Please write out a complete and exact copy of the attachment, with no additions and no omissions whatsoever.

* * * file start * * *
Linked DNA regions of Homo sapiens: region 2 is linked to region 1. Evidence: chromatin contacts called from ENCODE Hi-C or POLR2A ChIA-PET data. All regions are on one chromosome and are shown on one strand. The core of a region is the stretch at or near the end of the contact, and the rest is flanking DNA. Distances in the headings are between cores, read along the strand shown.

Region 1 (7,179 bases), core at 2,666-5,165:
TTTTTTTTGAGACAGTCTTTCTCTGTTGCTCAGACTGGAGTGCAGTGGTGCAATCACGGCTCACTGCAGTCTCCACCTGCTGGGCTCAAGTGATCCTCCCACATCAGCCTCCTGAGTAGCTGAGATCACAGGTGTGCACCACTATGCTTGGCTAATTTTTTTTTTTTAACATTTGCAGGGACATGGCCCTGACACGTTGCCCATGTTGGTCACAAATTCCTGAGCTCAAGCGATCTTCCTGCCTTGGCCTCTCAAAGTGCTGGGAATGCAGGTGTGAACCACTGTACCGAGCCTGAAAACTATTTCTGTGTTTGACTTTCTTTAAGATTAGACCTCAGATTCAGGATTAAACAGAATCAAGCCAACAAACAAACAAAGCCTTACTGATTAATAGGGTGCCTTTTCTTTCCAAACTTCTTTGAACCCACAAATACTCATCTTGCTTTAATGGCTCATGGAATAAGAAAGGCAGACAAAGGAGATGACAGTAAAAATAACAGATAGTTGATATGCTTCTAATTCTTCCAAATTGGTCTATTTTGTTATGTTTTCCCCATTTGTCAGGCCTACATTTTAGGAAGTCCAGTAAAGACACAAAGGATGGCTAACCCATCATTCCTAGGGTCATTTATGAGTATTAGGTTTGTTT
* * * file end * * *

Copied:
Linked DNA regions of Homo sapiens: region 2 is linked to region 1. Evidence: chromatin contacts called from ENCODE Hi-C or POLR2A ChIA-PET data. All regions are on one chromosome and are shown on one strand. The core of a region is the stretch at or near the end of the contact, and the rest is flanking DNA. Distances in the headings are between cores, read along the strand shown.

Region 1 (7,179 bases), core at 2,666-5,165:
TTTTTTTTGAGACAGTCTTTCTCTGTTGCTCAGACTGGAGTGCAGTGGTGCAATCACGGCTCACTGCAGTCTCCACCTGCTGGGCTCAAGTGATCCTCCCACATCAGCCTCCTGAGTAGCTGAGATCACAGGTGTGCACCACTATGCTTGGCTAATTTTTTTTTTTTAACATTTGCAGGGACATGGCCCTGACACGTTGCCCATGTTGGTCACAAATTCCTGAGCTCAAGCGATCTTCCTGCCTTGGCCTCTCAAAGTGCTGGGAATGCAGGTGTGAACCACTGTACCGAGCCTGAAAACTATTTCTGTGTTTGACTTTCTTTAAGATTAGACCTCAGATTCAGGATTAAACAGAATCAAGCCAACAAACAAACAAAGCCTTACTGATTAATAGGGTGCCTTTTCTTTCCAAACTTCTTTGAACCCACAAATACTCATCTTGCTTTAATGGCTCATGGAATAAGAAAGGCAGACAAAGGAGATGACAGTAAAAATAACAGATAGTTGATATGCTTCTAATTCTTCCAAATTGGTCTATTTTGTTATGTTTTCCCCATTTGTCAGGCCTACATTTTAGGAAGTCCAGTAAAGACACAAAGGATGGCTAACCCATCATTCCTAGGGTCATTTATGAGTATTAGGTTTGTTT